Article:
We do not find that the cases cited by appellants lead to the result which appellants seek. We do not think that Congress intended Section 1244 to be used in the manner contemplated by appellants. As in Gregory v. Helvering, 293 U.S. 465, 470, 55 S.Ct. 266 (1935), 'the transaction upon its face lies outside the plain intent of the statute.' Section 1244 was adopted as part of the 'Small Business Tax Revision Act of 1958'. The Report on that Act, submitted to the House of Representatives by Congressman Wilbur K. Mills of the House's Committee on Ways and Means, contained the following language:
'II. General Statement 'This is a bill to aid and encourage small business. * * * The goals of the bill are summarized below. ' (1) The bill is designed to increase the volume of outside funds which will be made available for the financing of small business. Encouragement for external financing is provided by the ordinary loss treatment accorded investments in small business which do not prove to be successful. In this manner the risk element in small-business investments will be decreased for all such investments, including the enterprises which ultimately succeed, as well as those which fail.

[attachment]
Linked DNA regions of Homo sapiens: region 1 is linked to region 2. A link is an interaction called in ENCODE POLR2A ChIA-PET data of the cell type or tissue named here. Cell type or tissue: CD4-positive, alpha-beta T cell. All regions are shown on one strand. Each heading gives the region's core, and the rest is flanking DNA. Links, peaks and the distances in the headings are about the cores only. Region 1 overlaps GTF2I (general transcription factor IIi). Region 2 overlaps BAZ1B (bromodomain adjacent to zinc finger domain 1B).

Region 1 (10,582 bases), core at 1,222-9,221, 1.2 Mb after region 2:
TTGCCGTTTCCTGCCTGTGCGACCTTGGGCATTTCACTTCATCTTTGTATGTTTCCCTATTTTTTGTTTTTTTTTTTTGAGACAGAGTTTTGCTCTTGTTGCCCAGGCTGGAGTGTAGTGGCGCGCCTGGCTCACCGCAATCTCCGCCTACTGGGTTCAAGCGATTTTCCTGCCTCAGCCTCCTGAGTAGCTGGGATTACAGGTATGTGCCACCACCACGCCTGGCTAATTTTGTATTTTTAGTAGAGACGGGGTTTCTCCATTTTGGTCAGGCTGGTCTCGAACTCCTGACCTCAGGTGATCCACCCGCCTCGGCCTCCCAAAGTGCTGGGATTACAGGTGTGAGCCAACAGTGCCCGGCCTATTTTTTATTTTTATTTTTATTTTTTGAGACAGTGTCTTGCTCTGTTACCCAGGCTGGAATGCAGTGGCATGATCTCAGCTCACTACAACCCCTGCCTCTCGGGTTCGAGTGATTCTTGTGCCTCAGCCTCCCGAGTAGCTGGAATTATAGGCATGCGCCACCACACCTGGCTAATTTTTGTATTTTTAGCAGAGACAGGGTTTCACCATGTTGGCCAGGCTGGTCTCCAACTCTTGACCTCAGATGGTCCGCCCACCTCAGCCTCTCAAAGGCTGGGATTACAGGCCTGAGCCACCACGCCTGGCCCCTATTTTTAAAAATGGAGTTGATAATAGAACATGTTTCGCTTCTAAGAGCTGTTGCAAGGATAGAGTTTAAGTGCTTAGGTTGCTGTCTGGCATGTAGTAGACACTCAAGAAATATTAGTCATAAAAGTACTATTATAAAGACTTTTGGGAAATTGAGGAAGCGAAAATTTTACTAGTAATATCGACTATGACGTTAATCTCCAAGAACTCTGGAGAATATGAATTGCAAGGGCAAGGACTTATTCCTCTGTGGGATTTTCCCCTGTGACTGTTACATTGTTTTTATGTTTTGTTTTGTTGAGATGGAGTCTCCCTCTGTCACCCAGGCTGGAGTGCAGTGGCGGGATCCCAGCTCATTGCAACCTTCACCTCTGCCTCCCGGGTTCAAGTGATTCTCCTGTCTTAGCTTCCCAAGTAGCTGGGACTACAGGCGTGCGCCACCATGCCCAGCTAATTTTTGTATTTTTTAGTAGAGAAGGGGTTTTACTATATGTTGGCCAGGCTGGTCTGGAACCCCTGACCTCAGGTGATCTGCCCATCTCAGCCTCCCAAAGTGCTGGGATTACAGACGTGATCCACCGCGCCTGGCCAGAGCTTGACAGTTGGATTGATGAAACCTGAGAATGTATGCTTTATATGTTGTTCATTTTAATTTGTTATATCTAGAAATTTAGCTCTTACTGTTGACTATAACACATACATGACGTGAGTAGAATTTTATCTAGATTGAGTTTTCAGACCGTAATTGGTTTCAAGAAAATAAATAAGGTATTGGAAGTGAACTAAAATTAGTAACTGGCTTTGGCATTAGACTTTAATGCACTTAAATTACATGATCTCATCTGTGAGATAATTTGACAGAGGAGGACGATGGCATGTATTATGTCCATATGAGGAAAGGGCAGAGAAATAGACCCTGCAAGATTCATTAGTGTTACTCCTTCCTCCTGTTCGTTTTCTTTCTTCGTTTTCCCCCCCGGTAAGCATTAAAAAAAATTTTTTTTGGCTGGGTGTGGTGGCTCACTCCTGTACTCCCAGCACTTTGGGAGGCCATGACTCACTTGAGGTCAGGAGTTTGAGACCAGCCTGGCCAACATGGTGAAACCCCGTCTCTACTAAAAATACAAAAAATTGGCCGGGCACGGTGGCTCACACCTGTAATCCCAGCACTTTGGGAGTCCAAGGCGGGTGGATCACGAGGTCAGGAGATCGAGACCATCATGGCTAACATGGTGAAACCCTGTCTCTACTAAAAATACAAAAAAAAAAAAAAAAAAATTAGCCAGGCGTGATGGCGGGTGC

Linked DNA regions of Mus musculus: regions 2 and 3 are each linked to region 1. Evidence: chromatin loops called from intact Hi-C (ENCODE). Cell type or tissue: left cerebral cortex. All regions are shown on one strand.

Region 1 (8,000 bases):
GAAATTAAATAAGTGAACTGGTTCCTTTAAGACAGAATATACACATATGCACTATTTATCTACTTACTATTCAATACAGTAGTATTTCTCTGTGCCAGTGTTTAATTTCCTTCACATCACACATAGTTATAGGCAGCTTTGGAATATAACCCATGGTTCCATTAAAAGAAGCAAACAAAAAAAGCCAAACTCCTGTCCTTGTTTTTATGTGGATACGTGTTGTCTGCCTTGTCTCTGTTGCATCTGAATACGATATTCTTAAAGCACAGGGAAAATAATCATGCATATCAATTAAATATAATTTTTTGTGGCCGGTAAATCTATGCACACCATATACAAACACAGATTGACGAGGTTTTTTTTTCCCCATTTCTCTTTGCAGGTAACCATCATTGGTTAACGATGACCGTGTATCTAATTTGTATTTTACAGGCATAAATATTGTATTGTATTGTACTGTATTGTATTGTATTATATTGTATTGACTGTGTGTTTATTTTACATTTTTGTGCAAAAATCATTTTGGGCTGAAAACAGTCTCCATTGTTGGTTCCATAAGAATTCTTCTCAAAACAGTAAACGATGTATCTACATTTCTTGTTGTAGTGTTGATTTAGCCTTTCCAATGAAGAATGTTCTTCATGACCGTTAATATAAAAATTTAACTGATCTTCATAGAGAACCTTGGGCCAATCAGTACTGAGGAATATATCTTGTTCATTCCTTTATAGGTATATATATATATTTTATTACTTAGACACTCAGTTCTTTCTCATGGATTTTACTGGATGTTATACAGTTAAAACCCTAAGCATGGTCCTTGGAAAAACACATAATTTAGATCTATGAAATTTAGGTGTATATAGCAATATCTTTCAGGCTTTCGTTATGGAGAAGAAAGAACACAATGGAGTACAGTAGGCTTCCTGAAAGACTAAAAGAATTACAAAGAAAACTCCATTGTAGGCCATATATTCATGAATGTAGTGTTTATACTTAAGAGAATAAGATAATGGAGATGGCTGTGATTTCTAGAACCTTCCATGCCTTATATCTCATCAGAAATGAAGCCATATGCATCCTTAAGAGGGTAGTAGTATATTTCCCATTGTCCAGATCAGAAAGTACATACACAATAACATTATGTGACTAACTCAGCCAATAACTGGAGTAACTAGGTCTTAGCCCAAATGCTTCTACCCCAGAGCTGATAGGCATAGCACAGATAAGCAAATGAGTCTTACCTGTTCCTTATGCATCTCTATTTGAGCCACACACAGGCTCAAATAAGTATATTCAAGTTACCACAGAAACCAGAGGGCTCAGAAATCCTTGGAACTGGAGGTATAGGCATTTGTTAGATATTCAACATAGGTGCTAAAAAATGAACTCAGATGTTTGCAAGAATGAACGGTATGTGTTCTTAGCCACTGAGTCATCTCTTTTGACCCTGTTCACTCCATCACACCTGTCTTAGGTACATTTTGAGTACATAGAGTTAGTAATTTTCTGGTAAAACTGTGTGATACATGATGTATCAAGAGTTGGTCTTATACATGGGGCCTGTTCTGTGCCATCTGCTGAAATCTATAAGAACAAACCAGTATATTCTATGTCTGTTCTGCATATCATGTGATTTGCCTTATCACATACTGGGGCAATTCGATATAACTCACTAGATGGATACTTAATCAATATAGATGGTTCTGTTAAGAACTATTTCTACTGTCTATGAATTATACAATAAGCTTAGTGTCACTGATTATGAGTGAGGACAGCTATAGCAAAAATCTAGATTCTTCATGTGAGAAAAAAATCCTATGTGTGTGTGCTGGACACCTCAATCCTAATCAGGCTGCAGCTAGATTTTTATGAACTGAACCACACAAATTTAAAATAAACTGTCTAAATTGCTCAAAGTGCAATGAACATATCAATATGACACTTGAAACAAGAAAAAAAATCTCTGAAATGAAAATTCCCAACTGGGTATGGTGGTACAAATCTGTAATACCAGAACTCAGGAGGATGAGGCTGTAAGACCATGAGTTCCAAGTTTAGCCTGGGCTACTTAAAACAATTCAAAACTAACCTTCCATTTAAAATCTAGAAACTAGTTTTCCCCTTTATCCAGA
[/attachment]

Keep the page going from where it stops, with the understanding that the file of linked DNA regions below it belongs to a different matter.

'III. General Explanation 'This provision is designed to encourage the flow of new funds into small business. The encouragement in this case takes the form of reducing the risk of a loss for these new funds. * * *' H. Rept. No. 2198, 85th Cong., 1st Sess. (1958).
The Section 1244 plan adopted and implemented by appellants in no way aided or encouraged Imperial. The volume of outside funds flowing to imperial was not increased. Southwestern had completed all of its contributions to Imperial, and Imperial's directors and Southwestern as its sole stockholder had decided to abandon operations of the corporation prior to the aodption of the plan. The plan served no economic purpose other than securing a tax benefit for appellants. Appellant Ellis testified that the partners of Southwestern decided to 'cease the operation of Imprial' about August or September of 1961. He was then asked: